A bill introduced in the New York State Legislature aimed to help people who were grievously injured by medical malpractice. It had wide, bipartisan support, and passed one of the state’s two houses. But it’s unlikely ever to become law.
As attorneys Thomas Moore and Steve Cohen wrote on the op-ed page of the New York Times, that’s because its powerful enemies flexed their misguided muscle.
The legislation is known as Lavern’s Law, named for a Brooklyn woman. She had an X-ray at a hospital that showed a suspicious mass. But no one at the facility alerted her to that result, and three years later, she died of an otherwise curable form of lung cancer. The legislation was drafted because her daughter was barred from suing for negligence because New York victims of such horrible care must take legal action within two-and-a half years of when the medical error was made. It doesn’t matter when it was discovered. Most states, unlike New York, use the discovery date as the fair starting gun on the legal clock for the time to bring a lawsuit.
But decency and fairness clearly are not priorities for some powerful interests in New York, and the people who cave to them. Hospitals and the health-care lobby opposed Lavern’s Law, Moore and Cohen suggested, because they feared more medical malpractice lawsuits. That might well be the result, the writers said, ” … but the actual number would probably be minuscule: Of the hundreds of possible cases we evaluate every year, only a handful are outside the statute of limitations. …”
As is widely reported, here and elsewhere, hospitals make lots of mistakes for which they should be accountable. “To Err is Human,” the seminal 1999 report by the Institute of Medicine, showed that at least 44,000 patients were killed and thousands more injured every year because of errors committed in hospitals. A couple of years ago, the journal HealthAffairs pegged the number of avoidable deaths at probably 10 times higher.
“Hundreds of thousands more patients are seriously injured through negligence,” according to Moore and Cohen. “Doctors and hospitals are doing a poor job of policing themselves, yet they have been successful at keeping anyone else from doing it.”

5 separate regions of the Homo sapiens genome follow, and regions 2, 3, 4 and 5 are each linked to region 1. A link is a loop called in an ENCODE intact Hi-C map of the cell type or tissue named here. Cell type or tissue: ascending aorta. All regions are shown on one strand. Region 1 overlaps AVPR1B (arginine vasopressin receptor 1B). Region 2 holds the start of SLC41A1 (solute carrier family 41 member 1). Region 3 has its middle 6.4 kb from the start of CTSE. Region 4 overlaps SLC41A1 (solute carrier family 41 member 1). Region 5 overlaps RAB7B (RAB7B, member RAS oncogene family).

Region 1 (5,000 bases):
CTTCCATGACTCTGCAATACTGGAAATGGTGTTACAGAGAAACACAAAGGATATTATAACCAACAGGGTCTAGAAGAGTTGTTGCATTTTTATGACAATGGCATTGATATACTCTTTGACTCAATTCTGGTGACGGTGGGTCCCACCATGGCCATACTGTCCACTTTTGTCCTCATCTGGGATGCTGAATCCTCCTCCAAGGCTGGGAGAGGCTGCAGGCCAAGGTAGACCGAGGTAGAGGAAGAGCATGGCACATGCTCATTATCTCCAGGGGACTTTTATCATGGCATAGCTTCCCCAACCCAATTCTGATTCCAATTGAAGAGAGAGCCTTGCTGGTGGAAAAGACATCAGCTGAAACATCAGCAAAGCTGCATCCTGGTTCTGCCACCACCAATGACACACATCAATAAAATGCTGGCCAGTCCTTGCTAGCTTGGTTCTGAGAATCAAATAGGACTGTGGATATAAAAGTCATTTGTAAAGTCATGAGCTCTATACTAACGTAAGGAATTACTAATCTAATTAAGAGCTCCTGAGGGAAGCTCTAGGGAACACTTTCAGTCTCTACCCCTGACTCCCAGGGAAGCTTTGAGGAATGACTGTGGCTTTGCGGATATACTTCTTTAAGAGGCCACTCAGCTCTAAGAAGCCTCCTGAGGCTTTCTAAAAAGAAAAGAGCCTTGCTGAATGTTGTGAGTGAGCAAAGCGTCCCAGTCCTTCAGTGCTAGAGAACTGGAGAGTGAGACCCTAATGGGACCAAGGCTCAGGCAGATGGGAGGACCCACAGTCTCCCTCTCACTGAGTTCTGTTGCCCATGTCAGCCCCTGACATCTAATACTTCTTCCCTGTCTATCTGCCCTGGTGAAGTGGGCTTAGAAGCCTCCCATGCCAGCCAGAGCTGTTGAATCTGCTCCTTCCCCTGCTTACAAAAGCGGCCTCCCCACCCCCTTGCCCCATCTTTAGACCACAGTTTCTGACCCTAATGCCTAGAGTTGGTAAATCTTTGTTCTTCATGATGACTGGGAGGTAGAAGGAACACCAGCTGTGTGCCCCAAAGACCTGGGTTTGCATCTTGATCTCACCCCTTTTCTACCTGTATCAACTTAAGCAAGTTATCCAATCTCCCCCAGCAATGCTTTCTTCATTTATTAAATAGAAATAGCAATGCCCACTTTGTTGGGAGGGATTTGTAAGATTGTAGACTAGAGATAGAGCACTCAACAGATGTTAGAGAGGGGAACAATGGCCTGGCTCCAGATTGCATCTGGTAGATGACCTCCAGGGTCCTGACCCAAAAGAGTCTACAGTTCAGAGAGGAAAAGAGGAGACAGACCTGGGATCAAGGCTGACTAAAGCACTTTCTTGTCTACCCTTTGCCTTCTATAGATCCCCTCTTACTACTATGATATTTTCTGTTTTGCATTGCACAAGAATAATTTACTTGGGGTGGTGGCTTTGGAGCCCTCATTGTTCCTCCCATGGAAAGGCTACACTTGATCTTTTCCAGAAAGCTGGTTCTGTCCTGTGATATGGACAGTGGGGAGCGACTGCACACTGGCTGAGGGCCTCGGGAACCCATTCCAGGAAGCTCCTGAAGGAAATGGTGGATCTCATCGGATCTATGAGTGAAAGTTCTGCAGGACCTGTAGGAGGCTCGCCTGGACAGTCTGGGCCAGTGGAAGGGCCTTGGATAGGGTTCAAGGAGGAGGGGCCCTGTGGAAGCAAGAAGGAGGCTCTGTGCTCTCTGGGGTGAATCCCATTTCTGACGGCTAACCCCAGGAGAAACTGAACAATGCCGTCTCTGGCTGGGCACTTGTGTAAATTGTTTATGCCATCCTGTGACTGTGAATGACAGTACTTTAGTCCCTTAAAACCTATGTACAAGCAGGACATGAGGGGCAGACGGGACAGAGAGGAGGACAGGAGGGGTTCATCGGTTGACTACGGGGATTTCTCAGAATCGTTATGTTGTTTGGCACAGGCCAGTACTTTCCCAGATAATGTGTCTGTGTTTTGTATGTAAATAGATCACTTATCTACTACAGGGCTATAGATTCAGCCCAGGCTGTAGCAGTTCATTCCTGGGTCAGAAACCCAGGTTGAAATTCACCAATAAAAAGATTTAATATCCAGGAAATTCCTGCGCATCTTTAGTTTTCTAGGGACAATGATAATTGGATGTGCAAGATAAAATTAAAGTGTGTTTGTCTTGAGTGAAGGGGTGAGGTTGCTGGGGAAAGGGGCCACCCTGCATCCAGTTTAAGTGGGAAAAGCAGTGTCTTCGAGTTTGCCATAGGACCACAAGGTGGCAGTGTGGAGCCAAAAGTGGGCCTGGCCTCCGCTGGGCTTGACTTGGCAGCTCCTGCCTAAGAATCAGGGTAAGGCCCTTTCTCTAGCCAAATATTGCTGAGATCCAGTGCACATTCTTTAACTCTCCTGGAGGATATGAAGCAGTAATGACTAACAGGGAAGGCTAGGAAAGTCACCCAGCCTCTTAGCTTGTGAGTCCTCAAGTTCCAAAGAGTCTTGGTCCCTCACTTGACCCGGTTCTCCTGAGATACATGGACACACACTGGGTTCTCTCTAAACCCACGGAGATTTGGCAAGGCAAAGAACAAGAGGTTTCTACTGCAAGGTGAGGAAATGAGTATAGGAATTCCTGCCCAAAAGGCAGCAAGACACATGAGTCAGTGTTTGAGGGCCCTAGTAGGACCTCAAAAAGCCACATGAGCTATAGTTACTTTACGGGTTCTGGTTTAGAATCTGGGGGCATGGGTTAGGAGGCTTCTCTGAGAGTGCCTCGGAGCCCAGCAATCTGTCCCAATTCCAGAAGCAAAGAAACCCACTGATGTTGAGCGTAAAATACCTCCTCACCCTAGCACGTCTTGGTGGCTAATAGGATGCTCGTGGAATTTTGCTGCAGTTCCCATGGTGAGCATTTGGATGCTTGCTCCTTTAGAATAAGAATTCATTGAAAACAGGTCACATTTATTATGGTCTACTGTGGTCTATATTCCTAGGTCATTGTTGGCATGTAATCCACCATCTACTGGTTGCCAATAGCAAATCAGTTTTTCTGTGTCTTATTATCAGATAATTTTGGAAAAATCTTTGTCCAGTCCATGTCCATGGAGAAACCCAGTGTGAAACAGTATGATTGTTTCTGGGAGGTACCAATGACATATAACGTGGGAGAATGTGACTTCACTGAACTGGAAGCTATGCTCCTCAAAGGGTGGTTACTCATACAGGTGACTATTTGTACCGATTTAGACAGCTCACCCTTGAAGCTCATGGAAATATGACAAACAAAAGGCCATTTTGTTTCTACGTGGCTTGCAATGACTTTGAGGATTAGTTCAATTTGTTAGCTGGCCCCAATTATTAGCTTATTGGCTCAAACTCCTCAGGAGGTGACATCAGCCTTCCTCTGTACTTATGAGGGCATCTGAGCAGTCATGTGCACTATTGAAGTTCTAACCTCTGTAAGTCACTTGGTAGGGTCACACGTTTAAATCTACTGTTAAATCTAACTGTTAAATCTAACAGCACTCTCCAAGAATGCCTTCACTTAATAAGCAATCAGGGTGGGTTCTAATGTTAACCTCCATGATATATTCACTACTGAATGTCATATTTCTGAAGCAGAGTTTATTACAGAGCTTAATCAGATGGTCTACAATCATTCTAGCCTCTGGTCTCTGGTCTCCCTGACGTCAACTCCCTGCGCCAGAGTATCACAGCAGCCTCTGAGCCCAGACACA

The writers remind readers, as have we, that very few such mistakes result in medical malpractice lawsuits. In 2013, even the Journal of the American Medical Association (JAMA) concluded that only 1 in 100 medical errors resulted in a claim.
“Only a tiny percentage of malpractice cases result in doctors’ hospital privileges being curtailed,” Moore and Cohen reported. “Between 2011 and 2013, there were approximately 7,400 complaints against doctors filed each year with the New York State Office of Professional Medical Conduct. Most consumer complaints are not about suspected malpractice – after all, it takes a fair amount of expertise to identify medical errors caused by negligence. Rather, most allege impairment, improper prescribing, sexual misconduct and fraud.”
Of all those complaints, only an average 287 per year, or 4 in 100, resulted in the responsible party’s license being restricted, suspended or lost.
Anybody familiar with personal injury law knows that even when victims of medical malpractice lawsuit are successful in court, their judgments often are modest. That’s often due to the wave of judgment caps imposed by state legislatures on how much people are allowed to recover in these cases, a situation we wrote about last month that also brings additional medical harm. Such unfair, restrictive relief isn’t even the issue addressed by Lavern’s Law – it was a much more basic effort to allow people sufficient time to realize that they were harmed, and the extent of that harm. Moore and Cohen called it shameful that it wasn’t allowed to come up for a final vote, and that an even greater shame “is that hospitals don’t put more emphasis on patient safety. As the Lavern’s Law travesty makes clear, we need better solutions. Don’t limit what injured people may collect, and don’t make it more difficult for victims to get their cases heard. …”
The writers offered ways to prevent negligence from happening in the first place, and it begins with medical providers being better watchdogs of their peers. A recent report by Public Citizen showed that only about 6 in 100 doctors probably were responsible for nearly 60 in 100 malpractice payments between 1991 and 2005. Why shouldn’t this small minority of wreckless professionals be identified by the people in the best position to recognize them?
Moore and Cohen also called for state licensing agencies to improve their ability to keep the worst offenders out of hospitals. “The threshold for state medical licensing agencies to initiate reviews should be reduced,” they said. “[I]n New York it takes six malpractice judgments or settlements. It should be three at most.”
We think even that is generous.
The commentary also said that hospital leaders should be held accountable for the negligence their facilities commit. “The 10 highest-paid administrators and doctors at each hospital should have a significant portion of their compensation tied to patient safety,” advised Moore and Cohen, claiming that if as much as 30% of their compensation depended on reducing malpractice claims against their facility, hospitals would be routinely safer places.
“But as long as hospitals and doctors block legislation and fight regulation,” the safety advocates concluded, “patients will remain in peril.”